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Fighting the flu: The surprising power of a century-old vaccine for tuberculosis

Fighting the flu: The surprising power of a century-old vaccine for tuberculosis
a, The mouse model of BCG vaccination and IAV infection. b,c, Morbidity and mortality of mice infected with the lethal dose of PR8 (120 PFUs; n = 9–10). d, Viral load at various timepoints after infection with a sublethal dose of IAV-PR8 (50 PFUs; n = 4–8). e, Confocal microscopy of lung section infected with Ruby-NS1 IAV strain 3 d after infection (sublethal dose; 500 PFUs). f, Quantification of mean fluorescence intensity of Ruby-NS1 expression on lung sections (n = 4). Credit: Nature Immunology (2024). DOI: 10.1038/s41590-023-01739-z

As Canada's flu season collides with record strep A cases and ongoing COVID-19 concerns, a new study is shedding light on our understanding of respiratory immune responses. Scholars from the Research Institute of the McGill University Health Center (RI-MUHC) have discovered a surprising facet about a century-old vaccine for tuberculosis, Bacillus Calmette Guérin (BCG).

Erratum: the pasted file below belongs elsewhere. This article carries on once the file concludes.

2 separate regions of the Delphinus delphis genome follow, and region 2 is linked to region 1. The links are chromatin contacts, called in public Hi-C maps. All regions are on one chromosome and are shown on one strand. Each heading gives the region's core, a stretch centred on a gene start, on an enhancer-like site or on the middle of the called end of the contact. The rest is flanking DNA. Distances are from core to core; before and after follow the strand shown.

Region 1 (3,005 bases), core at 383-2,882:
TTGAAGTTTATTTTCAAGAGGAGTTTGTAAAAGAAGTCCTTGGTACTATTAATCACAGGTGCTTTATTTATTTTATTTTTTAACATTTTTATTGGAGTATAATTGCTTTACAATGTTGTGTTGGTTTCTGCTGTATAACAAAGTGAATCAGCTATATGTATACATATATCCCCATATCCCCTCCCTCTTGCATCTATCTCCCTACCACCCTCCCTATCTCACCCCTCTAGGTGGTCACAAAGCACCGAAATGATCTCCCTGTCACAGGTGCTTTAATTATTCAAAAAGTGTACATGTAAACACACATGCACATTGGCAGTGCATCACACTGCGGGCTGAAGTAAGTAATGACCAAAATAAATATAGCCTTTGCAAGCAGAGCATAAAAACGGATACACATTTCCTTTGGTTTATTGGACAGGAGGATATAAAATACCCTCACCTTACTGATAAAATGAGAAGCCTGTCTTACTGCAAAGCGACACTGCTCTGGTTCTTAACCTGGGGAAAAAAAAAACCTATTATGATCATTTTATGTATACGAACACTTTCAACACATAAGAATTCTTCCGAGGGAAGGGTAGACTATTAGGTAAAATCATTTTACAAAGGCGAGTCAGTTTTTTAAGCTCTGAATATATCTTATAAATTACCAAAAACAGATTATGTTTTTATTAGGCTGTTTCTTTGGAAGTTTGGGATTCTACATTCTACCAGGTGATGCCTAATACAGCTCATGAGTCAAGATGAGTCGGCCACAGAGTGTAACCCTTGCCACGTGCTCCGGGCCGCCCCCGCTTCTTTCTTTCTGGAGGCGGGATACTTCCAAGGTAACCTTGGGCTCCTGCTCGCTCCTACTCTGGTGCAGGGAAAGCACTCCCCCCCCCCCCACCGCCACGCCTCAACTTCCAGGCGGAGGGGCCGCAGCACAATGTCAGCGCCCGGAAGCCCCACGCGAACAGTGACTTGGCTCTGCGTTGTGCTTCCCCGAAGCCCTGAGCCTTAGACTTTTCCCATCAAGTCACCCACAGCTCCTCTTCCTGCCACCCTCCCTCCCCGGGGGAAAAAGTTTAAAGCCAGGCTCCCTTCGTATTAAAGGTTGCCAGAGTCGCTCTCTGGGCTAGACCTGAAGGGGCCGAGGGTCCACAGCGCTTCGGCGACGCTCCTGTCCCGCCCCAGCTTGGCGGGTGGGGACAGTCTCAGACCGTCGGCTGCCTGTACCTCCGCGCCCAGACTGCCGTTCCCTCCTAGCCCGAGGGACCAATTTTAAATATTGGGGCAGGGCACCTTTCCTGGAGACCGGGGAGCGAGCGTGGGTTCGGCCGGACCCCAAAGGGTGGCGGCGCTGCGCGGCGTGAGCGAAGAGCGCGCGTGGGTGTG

The study, published in the journal Nature Immunology, uncovered a previously unknown mechanism that extends the vaccine's shield to combat influenza A virus—the most prevalent flu strain.

"The immune interactions involved here can 'train' the lungs, which are frequently exposed to in the environment. If we can map out the protective immune pathways involved in the lungs, this will revolutionize our conceptual and clinical approaches in developing vaccines against infections, including emergent respiratory viruses," explains lead author Maziar Divangahi, a pulmonary immunologist, a senior scientist at the RI-MUHC, and a Professor of Medicine at McGill University.

The discovery paves the way for future studies to assess whether BCG could be used to prevent other emergent viruses. Notably, research on the vaccine's protection against COVID-19 has had promising results.

More information: Kim A. Tran et al, BCG immunization induces CX3CR1hi effector memory T cells to provide cross-protection via IFN-γ-mediated trained immunity, Nature Immunology (2024). DOI: 10.1038/s41590-023-01739-z

Journal information: Nature Immunology
Provided by McGill University
Citation: Fighting the flu: The surprising power of a century-old vaccine for tuberculosis (2024, February 22) retrieved 23 April 2024 from
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